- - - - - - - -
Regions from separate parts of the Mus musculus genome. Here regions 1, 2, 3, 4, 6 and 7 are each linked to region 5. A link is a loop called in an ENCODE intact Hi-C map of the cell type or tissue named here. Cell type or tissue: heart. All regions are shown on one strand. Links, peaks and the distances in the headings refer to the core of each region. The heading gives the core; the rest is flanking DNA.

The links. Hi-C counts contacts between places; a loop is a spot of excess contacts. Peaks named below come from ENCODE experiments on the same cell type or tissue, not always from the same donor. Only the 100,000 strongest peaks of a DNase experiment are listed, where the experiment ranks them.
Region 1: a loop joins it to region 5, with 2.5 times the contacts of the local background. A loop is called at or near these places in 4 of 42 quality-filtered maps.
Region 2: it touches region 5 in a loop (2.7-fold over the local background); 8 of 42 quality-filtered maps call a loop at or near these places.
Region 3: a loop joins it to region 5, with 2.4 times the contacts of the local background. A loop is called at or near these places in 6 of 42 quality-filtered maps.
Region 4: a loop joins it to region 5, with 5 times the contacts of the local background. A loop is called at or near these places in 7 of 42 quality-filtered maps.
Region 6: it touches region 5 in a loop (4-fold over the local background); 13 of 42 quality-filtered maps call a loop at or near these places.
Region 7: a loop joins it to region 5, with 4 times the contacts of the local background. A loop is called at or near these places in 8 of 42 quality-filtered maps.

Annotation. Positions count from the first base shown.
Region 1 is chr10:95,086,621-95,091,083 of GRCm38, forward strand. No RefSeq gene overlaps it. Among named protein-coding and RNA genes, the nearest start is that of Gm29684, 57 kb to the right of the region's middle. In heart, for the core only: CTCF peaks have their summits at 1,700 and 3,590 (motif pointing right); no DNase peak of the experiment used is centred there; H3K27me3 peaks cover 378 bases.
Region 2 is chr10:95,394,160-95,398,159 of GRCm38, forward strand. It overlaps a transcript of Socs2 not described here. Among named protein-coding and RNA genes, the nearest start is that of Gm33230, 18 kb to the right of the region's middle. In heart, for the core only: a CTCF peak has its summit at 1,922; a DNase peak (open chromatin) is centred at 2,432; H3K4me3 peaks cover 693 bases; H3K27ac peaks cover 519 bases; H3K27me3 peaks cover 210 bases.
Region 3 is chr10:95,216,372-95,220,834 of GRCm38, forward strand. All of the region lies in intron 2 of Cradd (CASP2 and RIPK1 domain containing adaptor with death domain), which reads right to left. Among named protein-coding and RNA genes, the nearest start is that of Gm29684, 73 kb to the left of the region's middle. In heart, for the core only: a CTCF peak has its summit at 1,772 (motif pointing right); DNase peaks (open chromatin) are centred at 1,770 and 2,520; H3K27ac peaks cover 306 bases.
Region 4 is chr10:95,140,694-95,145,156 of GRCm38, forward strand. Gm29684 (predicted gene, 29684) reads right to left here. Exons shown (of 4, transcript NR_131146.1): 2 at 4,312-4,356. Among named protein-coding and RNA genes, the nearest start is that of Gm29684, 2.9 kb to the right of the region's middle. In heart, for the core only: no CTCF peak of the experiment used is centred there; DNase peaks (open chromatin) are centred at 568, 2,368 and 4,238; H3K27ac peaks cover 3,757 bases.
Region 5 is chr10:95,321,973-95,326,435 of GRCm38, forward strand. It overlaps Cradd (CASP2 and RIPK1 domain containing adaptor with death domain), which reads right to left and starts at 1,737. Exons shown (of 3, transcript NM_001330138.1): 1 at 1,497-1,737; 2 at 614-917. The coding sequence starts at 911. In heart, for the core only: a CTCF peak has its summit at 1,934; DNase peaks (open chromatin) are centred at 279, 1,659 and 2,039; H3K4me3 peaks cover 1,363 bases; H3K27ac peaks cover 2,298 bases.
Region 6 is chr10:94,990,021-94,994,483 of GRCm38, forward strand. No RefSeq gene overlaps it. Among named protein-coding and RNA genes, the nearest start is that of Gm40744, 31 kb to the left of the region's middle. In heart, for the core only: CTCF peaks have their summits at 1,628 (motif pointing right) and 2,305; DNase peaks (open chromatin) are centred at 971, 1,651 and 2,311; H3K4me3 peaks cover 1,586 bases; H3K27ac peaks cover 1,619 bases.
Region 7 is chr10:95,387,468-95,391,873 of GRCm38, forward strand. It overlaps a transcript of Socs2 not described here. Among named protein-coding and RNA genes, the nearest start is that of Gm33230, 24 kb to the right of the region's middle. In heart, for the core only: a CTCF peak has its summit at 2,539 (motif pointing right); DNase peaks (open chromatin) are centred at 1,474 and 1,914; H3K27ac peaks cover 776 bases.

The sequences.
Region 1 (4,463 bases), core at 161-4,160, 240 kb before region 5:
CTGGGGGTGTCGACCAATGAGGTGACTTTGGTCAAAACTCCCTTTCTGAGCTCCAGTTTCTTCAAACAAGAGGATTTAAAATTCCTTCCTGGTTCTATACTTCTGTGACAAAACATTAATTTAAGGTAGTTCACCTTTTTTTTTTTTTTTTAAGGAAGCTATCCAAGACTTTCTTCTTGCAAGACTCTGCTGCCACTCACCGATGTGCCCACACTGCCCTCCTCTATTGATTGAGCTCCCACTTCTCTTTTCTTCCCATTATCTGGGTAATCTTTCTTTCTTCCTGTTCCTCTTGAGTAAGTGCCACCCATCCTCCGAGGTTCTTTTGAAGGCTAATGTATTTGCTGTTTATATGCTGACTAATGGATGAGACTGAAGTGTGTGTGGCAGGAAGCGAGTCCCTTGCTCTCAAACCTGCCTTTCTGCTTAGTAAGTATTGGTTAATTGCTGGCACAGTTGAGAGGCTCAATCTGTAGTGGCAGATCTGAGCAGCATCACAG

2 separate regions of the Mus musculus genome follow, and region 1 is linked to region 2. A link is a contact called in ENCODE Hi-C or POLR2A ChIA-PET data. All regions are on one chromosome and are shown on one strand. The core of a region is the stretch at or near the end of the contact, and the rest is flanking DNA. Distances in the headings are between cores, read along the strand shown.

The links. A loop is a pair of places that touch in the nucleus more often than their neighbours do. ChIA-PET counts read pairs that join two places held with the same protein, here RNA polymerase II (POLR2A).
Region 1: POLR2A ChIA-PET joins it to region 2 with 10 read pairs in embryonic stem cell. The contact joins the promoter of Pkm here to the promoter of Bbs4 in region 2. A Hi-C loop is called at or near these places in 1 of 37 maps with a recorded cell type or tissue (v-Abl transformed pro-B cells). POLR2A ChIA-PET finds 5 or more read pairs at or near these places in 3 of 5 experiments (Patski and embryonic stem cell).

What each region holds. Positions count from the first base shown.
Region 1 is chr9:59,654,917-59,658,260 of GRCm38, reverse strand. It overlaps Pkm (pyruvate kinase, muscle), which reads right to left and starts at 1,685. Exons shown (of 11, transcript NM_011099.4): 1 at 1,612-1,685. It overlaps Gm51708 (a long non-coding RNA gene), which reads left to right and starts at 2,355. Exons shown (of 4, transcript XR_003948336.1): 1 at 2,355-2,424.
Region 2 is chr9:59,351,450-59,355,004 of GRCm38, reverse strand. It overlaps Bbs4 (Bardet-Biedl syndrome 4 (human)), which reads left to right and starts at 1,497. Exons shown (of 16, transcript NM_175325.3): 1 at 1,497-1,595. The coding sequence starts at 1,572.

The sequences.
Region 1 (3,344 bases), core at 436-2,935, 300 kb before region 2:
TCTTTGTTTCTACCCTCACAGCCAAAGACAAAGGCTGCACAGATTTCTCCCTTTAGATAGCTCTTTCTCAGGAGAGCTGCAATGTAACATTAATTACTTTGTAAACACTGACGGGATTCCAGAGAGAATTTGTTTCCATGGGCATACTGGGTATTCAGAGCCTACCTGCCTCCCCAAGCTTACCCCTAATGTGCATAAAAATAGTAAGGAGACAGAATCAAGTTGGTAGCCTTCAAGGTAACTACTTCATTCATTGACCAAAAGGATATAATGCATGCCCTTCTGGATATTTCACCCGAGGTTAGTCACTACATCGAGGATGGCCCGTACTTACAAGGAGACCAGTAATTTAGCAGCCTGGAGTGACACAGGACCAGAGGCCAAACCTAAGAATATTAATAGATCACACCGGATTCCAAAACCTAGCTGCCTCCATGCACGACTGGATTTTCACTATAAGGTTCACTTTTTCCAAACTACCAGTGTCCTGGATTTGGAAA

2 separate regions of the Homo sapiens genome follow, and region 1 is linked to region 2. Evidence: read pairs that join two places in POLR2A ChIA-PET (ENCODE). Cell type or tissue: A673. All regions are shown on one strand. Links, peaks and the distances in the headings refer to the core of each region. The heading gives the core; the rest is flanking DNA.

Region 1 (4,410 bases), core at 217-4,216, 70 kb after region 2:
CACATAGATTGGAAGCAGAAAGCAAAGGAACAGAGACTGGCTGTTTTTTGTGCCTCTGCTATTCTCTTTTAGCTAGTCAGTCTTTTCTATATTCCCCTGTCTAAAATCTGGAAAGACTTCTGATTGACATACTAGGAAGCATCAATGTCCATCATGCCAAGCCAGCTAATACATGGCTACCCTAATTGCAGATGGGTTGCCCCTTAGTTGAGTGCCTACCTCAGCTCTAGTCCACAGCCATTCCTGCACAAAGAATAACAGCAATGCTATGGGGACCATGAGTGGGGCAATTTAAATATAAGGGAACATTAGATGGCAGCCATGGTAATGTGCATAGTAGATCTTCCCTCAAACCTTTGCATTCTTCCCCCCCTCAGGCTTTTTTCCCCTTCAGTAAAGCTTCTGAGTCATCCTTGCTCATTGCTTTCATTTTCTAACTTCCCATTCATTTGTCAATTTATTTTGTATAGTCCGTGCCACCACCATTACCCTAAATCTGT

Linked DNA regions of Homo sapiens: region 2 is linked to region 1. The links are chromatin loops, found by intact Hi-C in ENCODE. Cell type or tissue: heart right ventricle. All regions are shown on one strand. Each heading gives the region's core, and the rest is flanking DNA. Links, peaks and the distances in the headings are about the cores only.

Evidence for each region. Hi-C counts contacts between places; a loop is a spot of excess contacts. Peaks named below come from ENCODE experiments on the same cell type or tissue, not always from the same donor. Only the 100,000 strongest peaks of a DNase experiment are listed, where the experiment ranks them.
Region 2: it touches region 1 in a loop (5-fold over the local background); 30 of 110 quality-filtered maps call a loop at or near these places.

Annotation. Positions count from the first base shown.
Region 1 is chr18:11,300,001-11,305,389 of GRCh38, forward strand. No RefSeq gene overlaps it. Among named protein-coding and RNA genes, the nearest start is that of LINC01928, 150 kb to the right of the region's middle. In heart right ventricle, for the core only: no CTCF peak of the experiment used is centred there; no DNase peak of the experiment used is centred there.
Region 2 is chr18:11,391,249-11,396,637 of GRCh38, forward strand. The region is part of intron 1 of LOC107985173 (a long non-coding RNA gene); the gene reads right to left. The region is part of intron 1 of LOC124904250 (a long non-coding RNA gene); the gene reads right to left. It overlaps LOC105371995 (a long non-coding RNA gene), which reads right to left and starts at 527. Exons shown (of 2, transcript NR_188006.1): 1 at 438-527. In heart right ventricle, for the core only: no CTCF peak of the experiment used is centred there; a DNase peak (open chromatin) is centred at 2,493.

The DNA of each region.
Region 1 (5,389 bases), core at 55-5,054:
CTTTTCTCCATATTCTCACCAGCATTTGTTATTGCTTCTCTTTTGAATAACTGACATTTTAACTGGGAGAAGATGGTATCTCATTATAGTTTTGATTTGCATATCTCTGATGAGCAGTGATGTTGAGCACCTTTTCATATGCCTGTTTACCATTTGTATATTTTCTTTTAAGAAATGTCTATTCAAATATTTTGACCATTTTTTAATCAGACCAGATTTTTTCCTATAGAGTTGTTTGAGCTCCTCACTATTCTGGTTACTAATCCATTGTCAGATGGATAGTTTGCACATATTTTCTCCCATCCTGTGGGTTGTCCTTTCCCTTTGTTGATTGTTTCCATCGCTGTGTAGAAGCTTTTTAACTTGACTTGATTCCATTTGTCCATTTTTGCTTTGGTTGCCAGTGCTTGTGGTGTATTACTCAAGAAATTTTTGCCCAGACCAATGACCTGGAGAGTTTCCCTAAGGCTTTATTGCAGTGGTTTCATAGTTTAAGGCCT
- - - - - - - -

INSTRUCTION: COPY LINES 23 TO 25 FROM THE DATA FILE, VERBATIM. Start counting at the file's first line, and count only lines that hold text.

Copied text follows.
What each region holds. Positions count from the first base shown.
Region 1 is chr9:59,654,917-59,658,260 of GRCm38, reverse strand. It overlaps Pkm (pyruvate kinase, muscle), which reads right to left and starts at 1,685. Exons shown (of 11, transcript NM_011099.4): 1 at 1,612-1,685. It overlaps Gm51708 (a long non-coding RNA gene), which reads left to right and starts at 2,355. Exons shown (of 4, transcript XR_003948336.1): 1 at 2,355-2,424.
Region 2 is chr9:59,351,450-59,355,004 of GRCm38, reverse strand. It overlaps Bbs4 (Bardet-Biedl syndrome 4 (human)), which reads left to right and starts at 1,497. Exons shown (of 16, transcript NM_175325.3): 1 at 1,497-1,595. The coding sequence starts at 1,572.